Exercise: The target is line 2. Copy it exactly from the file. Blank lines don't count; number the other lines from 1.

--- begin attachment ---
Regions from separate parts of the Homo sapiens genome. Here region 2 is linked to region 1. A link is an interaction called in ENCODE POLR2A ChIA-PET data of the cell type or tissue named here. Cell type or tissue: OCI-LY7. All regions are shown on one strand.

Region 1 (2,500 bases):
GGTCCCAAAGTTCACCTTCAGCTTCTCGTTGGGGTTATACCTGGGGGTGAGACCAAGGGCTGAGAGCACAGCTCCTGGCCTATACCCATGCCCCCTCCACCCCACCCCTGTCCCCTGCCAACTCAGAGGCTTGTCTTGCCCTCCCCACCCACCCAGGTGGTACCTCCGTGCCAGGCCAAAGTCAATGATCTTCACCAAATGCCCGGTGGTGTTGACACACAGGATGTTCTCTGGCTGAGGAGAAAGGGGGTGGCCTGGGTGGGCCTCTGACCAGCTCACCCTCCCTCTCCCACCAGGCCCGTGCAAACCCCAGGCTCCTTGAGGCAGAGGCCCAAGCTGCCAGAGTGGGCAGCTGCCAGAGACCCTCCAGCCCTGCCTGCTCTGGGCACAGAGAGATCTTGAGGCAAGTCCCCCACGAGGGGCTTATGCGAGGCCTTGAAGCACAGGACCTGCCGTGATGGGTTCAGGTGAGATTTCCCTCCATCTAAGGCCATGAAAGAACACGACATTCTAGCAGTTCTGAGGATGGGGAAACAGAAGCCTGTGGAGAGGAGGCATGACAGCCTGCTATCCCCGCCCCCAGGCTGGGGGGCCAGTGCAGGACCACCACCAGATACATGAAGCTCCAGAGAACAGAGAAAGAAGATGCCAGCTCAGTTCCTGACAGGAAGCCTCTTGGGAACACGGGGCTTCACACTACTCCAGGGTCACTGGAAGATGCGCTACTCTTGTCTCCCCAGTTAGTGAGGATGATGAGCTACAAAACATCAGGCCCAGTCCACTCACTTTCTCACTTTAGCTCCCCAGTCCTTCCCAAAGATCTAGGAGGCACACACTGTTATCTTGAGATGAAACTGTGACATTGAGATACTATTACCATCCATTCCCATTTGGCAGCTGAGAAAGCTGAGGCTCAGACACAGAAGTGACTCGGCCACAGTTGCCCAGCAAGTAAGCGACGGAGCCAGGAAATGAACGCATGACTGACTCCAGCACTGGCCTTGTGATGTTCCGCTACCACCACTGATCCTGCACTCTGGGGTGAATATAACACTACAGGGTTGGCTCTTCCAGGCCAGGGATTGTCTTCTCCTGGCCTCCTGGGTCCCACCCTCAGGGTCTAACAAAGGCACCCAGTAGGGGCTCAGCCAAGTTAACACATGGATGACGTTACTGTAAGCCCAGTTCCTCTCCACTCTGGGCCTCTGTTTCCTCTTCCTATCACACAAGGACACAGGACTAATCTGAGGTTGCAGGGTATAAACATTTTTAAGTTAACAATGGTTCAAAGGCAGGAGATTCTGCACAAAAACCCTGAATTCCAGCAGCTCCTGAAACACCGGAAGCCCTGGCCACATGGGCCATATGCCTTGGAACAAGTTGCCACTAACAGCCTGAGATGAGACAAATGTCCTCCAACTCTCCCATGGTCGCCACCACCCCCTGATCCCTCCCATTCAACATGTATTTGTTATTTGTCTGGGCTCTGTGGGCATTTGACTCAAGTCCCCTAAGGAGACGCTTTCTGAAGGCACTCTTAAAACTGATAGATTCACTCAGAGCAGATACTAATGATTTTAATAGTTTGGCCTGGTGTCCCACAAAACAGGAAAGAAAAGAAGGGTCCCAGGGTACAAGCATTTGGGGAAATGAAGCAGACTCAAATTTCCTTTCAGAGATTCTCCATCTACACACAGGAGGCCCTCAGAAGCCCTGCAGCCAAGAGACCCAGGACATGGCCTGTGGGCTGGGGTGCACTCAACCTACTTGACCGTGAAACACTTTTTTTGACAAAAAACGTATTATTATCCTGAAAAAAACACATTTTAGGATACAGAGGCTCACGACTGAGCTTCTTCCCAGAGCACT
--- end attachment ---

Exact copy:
Region 1 (2,500 bases):